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Tip: Understanding Rank

PEP-Web Tip of the Day

When you do a search, you can sort the results bibliographically alphabetical or by “rank”. What is Rank?

Rank refers to the search engine’s “best guess” as to the relevance of the result to the search you specified. The exact method of ranking used varies a bit depending on the search. In its most basic level, when you specify a single search term, rank looks at the density of the matches for the word in the document, and how close to the beginning of the document they appear as a measure of importance to the paper’s topic. The documents with the most matches and where the term is deemed to have the most importance, have the highest “relevance” and are ranked first (presented first).

When you specify more than one term to appear anywhere in the article, the method is similar, but the search engine looks at how many of those terms appear, and how close together they appear, how close to the beginning of the document, and can even take into account the relative rarity of the search terms and their density in the retrieved file, where infrequent terms count more heavily than common terms.

To see a simple example of this, search for the words (not the phrase, so no quotes):

unconscious communications

Look at the density of matches in each document on the first page of the hits. Then go to the last page of matched documents, and observe the density of matches within the documents.

A more complex search illustrates this nicely with a single page and only 15 matches:

counter*tr* w/25 “liv* out” w/25 enact*

There are a lot of word forms and variants of the words (due to the * wildcards) above that can match, but the proximity (w/25) clause limits the potential for matching. What’s interesting here though is how easily you can see the match density decrease as you view down the short list.

The end result of selecting order by rank is that the search engine’s best “guess” as to which articles are more relevant appear higher on the list than less relevant articles.

For the complete list of tips, see PEP-Web Tips on the PEP-Web support page.

Correal, J. (1957). Little, M.: Counter-Transference and the Patient's Response to it. (Contratransferencia y respuesta de los pacientes de la misma). Internat. J. Psychoanal. 1951, 32, 32.. Rev. psicoanál., 14(1-2):231-232.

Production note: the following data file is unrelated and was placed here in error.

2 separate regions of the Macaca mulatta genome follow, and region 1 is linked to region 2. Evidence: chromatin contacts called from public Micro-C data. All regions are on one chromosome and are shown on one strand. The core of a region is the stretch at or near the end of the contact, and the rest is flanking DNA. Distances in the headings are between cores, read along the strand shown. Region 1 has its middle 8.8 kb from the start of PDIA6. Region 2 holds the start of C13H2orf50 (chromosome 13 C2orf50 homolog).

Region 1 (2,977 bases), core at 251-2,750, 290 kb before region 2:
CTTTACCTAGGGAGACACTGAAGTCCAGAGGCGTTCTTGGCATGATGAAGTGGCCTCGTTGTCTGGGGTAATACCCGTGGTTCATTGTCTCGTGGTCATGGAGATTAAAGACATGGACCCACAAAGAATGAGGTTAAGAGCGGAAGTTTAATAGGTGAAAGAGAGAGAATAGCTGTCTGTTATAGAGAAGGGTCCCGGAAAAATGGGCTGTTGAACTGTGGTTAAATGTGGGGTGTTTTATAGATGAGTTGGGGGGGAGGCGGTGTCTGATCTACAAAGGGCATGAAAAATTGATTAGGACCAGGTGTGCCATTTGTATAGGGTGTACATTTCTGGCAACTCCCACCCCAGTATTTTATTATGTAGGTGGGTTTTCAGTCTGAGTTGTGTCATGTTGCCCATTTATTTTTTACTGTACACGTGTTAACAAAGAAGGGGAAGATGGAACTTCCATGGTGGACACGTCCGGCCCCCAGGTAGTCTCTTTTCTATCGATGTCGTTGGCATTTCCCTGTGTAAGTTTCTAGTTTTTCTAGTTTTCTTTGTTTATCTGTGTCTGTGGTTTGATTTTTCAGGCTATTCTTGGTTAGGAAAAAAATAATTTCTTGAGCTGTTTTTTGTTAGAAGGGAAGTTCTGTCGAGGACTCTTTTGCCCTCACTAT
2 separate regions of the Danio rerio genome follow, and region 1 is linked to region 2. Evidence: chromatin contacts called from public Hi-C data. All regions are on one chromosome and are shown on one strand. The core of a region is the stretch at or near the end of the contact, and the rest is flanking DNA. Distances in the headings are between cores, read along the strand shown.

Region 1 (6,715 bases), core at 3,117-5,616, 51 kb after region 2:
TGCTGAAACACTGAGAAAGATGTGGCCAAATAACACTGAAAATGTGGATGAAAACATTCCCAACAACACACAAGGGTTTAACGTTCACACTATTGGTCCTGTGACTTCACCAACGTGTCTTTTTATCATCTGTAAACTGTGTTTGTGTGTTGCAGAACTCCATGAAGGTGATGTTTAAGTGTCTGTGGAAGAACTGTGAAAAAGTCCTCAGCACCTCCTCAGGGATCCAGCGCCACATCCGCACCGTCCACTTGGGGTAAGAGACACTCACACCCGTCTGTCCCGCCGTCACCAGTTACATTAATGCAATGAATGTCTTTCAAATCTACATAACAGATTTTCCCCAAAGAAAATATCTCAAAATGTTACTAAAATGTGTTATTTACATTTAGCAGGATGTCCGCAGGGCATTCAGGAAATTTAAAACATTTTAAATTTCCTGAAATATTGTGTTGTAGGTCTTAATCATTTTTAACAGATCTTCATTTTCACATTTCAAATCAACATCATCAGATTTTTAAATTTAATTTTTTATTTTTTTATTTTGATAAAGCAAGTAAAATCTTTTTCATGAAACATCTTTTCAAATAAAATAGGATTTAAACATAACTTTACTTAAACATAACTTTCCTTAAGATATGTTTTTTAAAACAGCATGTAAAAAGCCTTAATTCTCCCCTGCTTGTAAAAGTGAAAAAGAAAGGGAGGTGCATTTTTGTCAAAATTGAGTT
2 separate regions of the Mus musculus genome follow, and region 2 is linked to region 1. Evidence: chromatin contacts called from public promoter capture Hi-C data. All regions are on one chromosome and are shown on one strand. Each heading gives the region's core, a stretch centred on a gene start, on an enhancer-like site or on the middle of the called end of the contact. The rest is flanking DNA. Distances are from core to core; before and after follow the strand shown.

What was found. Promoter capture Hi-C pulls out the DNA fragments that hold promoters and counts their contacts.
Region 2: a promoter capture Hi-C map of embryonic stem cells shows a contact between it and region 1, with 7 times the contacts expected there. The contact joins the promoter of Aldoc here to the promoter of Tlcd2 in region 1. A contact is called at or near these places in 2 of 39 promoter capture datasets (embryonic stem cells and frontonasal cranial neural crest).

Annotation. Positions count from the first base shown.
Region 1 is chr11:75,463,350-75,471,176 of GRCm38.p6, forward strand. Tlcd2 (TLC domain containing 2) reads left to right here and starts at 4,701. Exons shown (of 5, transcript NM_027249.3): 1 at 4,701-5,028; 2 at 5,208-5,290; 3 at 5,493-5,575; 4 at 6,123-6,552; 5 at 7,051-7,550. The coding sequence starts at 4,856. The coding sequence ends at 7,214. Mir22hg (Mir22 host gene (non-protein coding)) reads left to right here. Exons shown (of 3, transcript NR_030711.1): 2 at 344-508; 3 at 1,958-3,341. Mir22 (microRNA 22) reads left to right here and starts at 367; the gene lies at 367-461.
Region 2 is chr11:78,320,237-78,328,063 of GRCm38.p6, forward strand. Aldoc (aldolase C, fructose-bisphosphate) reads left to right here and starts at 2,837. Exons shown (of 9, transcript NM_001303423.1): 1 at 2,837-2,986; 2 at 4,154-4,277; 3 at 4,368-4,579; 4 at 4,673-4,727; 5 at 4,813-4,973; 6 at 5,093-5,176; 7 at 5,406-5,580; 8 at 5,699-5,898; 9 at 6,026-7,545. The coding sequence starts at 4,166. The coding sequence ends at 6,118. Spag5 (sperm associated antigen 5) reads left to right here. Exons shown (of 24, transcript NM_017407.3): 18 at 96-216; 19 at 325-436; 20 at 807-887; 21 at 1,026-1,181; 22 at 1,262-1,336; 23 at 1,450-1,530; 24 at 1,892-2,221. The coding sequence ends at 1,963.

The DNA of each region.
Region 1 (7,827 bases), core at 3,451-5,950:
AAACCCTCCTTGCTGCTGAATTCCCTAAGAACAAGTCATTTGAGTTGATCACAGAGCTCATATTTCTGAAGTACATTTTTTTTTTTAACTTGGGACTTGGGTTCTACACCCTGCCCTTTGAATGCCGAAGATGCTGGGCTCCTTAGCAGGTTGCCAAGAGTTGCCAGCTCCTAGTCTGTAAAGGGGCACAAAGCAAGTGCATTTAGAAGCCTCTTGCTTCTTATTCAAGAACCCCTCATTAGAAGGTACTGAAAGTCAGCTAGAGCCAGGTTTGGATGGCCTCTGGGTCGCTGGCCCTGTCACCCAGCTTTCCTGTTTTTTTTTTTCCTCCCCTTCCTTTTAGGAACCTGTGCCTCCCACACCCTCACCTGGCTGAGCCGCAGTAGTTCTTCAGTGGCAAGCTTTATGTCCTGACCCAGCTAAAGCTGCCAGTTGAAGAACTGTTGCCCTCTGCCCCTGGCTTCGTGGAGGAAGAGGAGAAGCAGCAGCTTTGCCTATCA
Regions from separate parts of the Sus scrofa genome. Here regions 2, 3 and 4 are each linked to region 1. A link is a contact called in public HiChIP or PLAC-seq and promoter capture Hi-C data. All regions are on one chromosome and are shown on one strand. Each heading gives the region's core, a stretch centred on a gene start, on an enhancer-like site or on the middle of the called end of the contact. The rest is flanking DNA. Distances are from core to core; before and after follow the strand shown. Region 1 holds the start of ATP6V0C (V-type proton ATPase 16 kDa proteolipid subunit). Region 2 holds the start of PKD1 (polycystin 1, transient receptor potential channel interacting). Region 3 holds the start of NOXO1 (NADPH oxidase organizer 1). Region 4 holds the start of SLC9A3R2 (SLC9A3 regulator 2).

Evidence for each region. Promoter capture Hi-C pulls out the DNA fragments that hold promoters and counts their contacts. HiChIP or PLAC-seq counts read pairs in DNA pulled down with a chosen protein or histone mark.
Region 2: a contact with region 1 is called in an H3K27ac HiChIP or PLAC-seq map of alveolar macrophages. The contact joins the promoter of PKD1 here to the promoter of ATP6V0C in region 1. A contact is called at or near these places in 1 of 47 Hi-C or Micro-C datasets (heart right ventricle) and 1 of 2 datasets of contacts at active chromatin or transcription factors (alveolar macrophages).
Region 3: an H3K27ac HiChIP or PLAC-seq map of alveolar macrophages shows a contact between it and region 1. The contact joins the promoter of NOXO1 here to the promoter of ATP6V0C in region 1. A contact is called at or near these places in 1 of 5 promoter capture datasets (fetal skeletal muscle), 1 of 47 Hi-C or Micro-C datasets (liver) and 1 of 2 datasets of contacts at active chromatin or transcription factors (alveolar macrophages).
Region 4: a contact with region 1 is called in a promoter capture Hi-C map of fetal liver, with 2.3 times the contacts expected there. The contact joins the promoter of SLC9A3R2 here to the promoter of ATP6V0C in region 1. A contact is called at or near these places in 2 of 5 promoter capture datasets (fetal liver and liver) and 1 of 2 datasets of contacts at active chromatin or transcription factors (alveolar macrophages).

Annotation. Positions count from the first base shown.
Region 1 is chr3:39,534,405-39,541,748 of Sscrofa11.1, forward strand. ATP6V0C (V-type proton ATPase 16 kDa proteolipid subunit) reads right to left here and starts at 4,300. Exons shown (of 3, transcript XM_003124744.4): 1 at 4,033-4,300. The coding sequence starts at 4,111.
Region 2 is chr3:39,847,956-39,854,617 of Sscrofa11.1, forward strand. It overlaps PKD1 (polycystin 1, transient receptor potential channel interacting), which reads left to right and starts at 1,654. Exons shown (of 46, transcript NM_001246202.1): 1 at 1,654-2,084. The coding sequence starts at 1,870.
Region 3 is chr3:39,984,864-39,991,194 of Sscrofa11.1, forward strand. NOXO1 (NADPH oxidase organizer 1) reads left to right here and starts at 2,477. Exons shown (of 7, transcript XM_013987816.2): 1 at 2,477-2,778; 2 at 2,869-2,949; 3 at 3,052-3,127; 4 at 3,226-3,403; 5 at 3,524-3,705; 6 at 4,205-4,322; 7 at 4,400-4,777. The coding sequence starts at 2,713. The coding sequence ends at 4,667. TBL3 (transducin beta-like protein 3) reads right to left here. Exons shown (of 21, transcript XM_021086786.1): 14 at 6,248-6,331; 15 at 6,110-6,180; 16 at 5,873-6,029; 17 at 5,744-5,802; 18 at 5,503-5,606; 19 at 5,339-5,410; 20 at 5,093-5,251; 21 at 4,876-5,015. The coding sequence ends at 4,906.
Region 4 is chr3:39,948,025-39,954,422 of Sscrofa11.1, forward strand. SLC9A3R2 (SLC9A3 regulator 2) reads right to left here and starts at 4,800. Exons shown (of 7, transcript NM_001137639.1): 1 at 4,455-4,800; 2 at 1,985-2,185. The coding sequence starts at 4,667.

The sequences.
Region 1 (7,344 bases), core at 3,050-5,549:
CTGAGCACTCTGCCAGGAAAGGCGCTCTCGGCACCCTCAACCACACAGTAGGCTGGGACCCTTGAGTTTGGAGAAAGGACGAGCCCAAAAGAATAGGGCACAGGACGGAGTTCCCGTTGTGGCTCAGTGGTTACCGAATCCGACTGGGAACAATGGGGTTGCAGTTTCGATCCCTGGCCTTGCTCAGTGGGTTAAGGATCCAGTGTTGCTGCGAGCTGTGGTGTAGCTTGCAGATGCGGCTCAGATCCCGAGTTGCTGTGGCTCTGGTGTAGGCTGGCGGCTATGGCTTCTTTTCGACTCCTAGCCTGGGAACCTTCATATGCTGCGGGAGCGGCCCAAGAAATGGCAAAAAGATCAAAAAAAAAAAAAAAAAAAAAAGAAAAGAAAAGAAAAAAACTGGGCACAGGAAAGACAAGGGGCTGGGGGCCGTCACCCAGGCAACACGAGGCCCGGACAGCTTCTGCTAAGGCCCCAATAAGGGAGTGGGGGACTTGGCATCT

(1957). Revista de Psicoanálisis, 14(1-2):231-232

Little, M.: Counter-Transference and the Patient's Response to it. (Contratransferencia y respuesta de los pacientes de la misma). Internat. J. Psychoanal. 1951, 32, 32.

Review by:
José Correal

Después de considerar las distintas definiciones que se han dado de la contratransferencia, la autora acepta la que expresa que es la totalidad de las actitudes o expresiones del analista dirigidas al paciente, conscientes o inconscientes, patológicas o no.

Una de las causas de que haya sido tan poco estudiado este factor, fundamental en el tratamiento psicoanalítico, es la actitud fobica o paranoide del analista hacia sus propios sentimientos, y a ello se debe un retraso en el avance del psicoanálisis, tal como lo afirmó Freud con respecto al descuido de la transferencia.

La transferencia y la contratransferencia son inseparables, forman una unidad dinámica.

La fuerza conductora del tratamiento psicoanalítico está basada en los impulsos del analista, modificados por una elaboración adecuada obtenida en su propio análisis, y dirigida a permitir o producir los mismos resultados en el analizado.

Hay actitudes contratransferenciales inadecuadas terapéuticamente, por ejemplo, manifestaciones de una voluntad inconsciente de no curar al paciente, por obtener de ello satisfacciones narcisistas, libidinosas o agresivas, que representan una identificación con censuras del superyo del analizado. Otro aspecto contratransferencial inconveniente se manifiesta en prohibiciones de “acting-out” útil al paciente, que pueden impedir un progreso de éste en su proceso de independencia del analista, tomando, en tales casos, el análisis el carácter de una racionalización que refuerza las resistencias neuróticas.

[This is a summary or excerpt from the full text of the book or article. The full text of the document is available to subscribers.]

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